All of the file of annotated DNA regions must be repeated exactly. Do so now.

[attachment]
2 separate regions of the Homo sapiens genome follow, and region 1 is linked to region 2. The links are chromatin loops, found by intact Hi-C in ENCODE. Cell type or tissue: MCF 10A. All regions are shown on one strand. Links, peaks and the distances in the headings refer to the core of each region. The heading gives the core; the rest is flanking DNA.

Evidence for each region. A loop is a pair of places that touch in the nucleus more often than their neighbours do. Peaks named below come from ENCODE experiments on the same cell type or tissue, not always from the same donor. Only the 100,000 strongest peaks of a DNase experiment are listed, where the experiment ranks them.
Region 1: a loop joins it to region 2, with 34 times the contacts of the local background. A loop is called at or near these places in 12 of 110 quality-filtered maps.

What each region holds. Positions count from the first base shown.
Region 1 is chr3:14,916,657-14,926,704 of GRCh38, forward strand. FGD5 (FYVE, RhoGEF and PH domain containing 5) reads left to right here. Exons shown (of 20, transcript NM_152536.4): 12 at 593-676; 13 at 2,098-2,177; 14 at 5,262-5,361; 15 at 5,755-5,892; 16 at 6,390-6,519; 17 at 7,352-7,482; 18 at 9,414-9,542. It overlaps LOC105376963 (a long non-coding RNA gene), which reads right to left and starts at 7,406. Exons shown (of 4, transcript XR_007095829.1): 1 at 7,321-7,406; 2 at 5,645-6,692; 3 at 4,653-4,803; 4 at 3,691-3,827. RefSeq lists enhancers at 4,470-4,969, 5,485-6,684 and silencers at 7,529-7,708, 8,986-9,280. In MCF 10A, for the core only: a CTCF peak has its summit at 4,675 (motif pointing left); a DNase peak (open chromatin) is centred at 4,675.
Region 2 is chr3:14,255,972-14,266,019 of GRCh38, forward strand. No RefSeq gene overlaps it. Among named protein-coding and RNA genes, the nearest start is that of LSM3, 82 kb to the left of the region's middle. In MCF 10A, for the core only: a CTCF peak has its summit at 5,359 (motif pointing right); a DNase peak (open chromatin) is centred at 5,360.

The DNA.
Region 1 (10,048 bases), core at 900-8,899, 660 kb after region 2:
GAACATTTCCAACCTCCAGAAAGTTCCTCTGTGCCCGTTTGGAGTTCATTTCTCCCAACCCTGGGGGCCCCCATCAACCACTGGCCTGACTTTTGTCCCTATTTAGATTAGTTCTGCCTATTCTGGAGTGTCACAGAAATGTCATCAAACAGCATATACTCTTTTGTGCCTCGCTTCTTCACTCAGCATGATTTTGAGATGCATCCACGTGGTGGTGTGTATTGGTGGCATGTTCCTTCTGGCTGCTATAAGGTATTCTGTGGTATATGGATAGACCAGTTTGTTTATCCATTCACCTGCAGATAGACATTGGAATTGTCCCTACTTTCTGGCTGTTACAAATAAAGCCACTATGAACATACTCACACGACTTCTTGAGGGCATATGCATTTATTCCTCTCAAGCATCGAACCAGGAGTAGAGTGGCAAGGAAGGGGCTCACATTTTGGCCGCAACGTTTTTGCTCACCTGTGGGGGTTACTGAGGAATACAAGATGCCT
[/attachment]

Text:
2 separate regions of the Homo sapiens genome follow, and region 1 is linked to region 2. The links are chromatin loops, found by intact Hi-C in ENCODE. Cell type or tissue: MCF 10A. All regions are shown on one strand. Links, peaks and the distances in the headings refer to the core of each region. The heading gives the core; the rest is flanking DNA.

Evidence for each region. A loop is a pair of places that touch in the nucleus more often than their neighbours do. Peaks named below come from ENCODE experiments on the same cell type or tissue, not always from the same donor. Only the 100,000 strongest peaks of a DNase experiment are listed, where the experiment ranks them.
Region 1: a loop joins it to region 2, with 34 times the contacts of the local background. A loop is called at or near these places in 12 of 110 quality-filtered maps.

What each region holds. Positions count from the first base shown.
Region 1 is chr3:14,916,657-14,926,704 of GRCh38, forward strand. FGD5 (FYVE, RhoGEF and PH domain containing 5) reads left to right here. Exons shown (of 20, transcript NM_152536.4): 12 at 593-676; 13 at 2,098-2,177; 14 at 5,262-5,361; 15 at 5,755-5,892; 16 at 6,390-6,519; 17 at 7,352-7,482; 18 at 9,414-9,542. It overlaps LOC105376963 (a long non-coding RNA gene), which reads right to left and starts at 7,406. Exons shown (of 4, transcript XR_007095829.1): 1 at 7,321-7,406; 2 at 5,645-6,692; 3 at 4,653-4,803; 4 at 3,691-3,827. RefSeq lists enhancers at 4,470-4,969, 5,485-6,684 and silencers at 7,529-7,708, 8,986-9,280. In MCF 10A, for the core only: a CTCF peak has its summit at 4,675 (motif pointing left); a DNase peak (open chromatin) is centred at 4,675.
Region 2 is chr3:14,255,972-14,266,019 of GRCh38, forward strand. No RefSeq gene overlaps it. Among named protein-coding and RNA genes, the nearest start is that of LSM3, 82 kb to the left of the region's middle. In MCF 10A, for the core only: a CTCF peak has its summit at 5,359 (motif pointing right); a DNase peak (open chromatin) is centred at 5,360.

The DNA.
Region 1 (10,048 bases), core at 900-8,899, 660 kb after region 2:
GAACATTTCCAACCTCCAGAAAGTTCCTCTGTGCCCGTTTGGAGTTCATTTCTCCCAACCCTGGGGGCCCCCATCAACCACTGGCCTGACTTTTGTCCCTATTTAGATTAGTTCTGCCTATTCTGGAGTGTCACAGAAATGTCATCAAACAGCATATACTCTTTTGTGCCTCGCTTCTTCACTCAGCATGATTTTGAGATGCATCCACGTGGTGGTGTGTATTGGTGGCATGTTCCTTCTGGCTGCTATAAGGTATTCTGTGGTATATGGATAGACCAGTTTGTTTATCCATTCACCTGCAGATAGACATTGGAATTGTCCCTACTTTCTGGCTGTTACAAATAAAGCCACTATGAACATACTCACACGACTTCTTGAGGGCATATGCATTTATTCCTCTCAAGCATCGAACCAGGAGTAGAGTGGCAAGGAAGGGGCTCACATTTTGGCCGCAACGTTTTTGCTCACCTGTGGGGGTTACTGAGGAATACAAGATGCCT